It's also one of those films that, once you get started watching it, you simply have to keep watching, no matter how many times you've seen it. The story is 99% fat free, every sequence moving logically from one to another. This is Pixar at its best, and also the master influence of Walt Disney and Hayao Miyazaki at work.

So if you want to behold its majesty in Blu-ray, this new release is highly recommended. Even though there is a DVD in some sets, which you can use in the car or the computer, if you love bonus features and want to keep them equally accessible, than hang on to your 2-Disc Collectors Edition. The Blu-ray seems to have a few new features, but most of it was imported from the last edition and does not reappear on the new DVD.

There was also a 168-minute "visual commentary" on the earlier edition that has been reconfigured on the Blu-ray into a "Cine-Explore" that now runs the 100-minute length of the film. I cannot itemize every element to assure that the edited material was placed elsewhere on the Blu-ray, so again I'm keeping my earlier edition.

New option on Blu-ray and DVD:
English Descriptive Audio Service

2012 Blu-ray Bonus Features

Cine-explore (shortened visual commentary)
Reinventing the Submarine Voyage
Deleted Scene: Alt Opening
A Lesson in Flashbacks
Knick Knack Theatrical Short
Finding Nemo - A Filmmakers' Roundtable
Selection of Virtual Aquariums
Art Review
Documentary: Making Nemo
Exploring the Reef
Studio Tour
Old School
Deleted Scenes
Publicity Pieces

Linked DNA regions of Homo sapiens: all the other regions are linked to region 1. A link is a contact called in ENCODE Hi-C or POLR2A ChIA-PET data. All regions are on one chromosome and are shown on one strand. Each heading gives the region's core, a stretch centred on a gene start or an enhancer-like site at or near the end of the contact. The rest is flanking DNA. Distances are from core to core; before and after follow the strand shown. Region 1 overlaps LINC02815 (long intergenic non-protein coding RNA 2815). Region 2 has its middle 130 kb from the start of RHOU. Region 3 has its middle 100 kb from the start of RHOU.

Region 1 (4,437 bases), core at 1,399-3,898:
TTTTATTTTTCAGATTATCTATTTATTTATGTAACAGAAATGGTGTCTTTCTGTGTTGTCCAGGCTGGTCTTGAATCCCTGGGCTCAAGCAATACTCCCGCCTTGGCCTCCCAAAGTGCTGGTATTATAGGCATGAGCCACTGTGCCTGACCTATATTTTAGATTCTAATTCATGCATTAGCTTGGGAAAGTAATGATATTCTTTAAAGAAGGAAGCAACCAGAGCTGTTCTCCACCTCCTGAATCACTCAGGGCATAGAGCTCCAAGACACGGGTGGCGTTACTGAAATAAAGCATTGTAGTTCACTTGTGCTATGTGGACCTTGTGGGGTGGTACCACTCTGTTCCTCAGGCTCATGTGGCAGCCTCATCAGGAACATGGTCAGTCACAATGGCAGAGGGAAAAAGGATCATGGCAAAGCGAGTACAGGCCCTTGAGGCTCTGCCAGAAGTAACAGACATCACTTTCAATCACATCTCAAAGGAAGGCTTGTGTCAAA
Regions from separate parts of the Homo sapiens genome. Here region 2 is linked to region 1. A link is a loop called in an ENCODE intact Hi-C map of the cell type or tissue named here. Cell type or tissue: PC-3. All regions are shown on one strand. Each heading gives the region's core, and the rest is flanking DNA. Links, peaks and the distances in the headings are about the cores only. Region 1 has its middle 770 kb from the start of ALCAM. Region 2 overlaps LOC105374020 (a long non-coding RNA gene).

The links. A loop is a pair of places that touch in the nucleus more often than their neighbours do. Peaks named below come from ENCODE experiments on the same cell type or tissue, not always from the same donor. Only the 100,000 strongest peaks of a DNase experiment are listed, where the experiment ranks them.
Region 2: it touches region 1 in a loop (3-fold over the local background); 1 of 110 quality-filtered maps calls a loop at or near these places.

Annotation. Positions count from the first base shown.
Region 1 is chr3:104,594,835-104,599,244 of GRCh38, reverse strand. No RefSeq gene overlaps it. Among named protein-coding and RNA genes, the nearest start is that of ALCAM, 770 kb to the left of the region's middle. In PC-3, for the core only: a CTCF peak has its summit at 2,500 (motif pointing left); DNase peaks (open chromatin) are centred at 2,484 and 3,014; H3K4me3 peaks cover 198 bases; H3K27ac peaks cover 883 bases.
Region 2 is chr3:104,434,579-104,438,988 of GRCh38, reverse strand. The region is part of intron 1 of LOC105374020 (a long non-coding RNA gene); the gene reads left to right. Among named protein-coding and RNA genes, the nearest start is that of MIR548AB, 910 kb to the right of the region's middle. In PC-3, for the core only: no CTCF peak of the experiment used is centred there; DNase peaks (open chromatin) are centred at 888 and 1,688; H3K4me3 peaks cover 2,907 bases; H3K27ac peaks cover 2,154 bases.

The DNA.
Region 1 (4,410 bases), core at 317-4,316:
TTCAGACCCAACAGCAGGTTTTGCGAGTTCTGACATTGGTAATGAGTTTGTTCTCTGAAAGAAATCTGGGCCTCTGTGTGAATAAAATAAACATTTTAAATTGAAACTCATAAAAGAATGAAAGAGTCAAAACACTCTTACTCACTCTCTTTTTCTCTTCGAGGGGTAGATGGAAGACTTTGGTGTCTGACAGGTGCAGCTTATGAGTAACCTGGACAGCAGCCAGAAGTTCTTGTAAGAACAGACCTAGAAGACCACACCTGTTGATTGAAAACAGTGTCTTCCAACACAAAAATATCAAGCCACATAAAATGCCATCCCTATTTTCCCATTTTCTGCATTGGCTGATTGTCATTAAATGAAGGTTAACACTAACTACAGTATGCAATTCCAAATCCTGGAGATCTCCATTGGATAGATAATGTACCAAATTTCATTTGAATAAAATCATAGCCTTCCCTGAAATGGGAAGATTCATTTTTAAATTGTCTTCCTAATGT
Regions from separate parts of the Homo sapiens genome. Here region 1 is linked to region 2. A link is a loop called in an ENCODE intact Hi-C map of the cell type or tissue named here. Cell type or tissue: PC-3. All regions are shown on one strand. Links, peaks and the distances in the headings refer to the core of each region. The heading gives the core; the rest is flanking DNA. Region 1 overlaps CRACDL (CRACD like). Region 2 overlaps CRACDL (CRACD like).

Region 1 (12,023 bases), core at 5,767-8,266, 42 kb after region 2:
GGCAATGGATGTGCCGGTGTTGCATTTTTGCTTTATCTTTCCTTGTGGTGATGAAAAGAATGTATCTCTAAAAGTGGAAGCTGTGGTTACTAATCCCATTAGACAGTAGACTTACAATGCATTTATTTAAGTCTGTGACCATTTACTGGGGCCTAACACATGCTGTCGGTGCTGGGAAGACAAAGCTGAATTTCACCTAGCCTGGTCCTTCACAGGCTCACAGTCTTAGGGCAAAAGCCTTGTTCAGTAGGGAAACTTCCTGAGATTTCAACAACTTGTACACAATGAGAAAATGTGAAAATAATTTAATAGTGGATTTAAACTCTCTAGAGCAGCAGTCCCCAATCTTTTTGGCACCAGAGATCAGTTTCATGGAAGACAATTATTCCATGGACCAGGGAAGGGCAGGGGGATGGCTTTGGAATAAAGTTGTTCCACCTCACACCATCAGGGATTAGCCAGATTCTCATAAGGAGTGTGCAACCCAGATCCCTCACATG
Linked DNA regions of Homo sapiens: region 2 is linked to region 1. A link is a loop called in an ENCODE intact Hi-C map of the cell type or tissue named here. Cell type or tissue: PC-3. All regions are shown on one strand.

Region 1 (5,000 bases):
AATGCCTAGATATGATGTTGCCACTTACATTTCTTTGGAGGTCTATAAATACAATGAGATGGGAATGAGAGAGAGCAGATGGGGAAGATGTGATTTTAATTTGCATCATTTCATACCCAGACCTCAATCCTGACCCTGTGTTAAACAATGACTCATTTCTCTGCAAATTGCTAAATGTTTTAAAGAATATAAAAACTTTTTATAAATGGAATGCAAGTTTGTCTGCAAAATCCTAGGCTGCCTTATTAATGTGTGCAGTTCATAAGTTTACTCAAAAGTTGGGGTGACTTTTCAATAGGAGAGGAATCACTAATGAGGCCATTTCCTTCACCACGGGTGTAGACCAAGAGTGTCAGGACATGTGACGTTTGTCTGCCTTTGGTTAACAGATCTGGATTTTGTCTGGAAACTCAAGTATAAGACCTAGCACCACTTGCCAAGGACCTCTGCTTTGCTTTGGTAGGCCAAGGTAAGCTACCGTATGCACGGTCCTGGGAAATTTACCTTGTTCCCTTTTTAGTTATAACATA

Mr Ray's Encyclopedia

2012 DVD Bonus Features
Knick Knack Theatrical Short
Finding Nemo - A Filmmakers' Roundtable

2003 2-Disc DVD Collectors Edition
Widescreen movie
Documentary: Making Nemo
Visual Commentary (with Deleted Scenes, 168 minutes)
Design Galleries (Art Review; Characters; Environments, Color Script)
Selection of Virtual Aquariums
Introduction with filmmakers
Full Frame movie
Exploring the Reef
Knick Knack Theatrical Short
Mr Ray's Encyclopedia
Fishharades Game
Behind the Scenes (Character Interviews, Studio Tour, Publicity)

Blog, Movies
Posted on Dec 14 2012 by Greg
Director Peter Hedges wanted to make a movie like "It's a Wonderful Life," the kind of film that people take into their hearts. In the case of "The Odd Life of Timothy Green," he may have succeeded as time proves its value and it touches more lives through Blu-ray and DVD.

For the time being, I'm sure audiences were as perplexed as I was when I saw the trailers. Even as the movie, my wife and I were intrigued but still disconcerted ("Really? A pencil factory?")

But as we watched we were very drawn into this very simple, elegantly presented story -- gorgeously filmed in Georgia (though in the audio commentary --THANK YOU -- the director admits there were some leaves added to trees for some shots.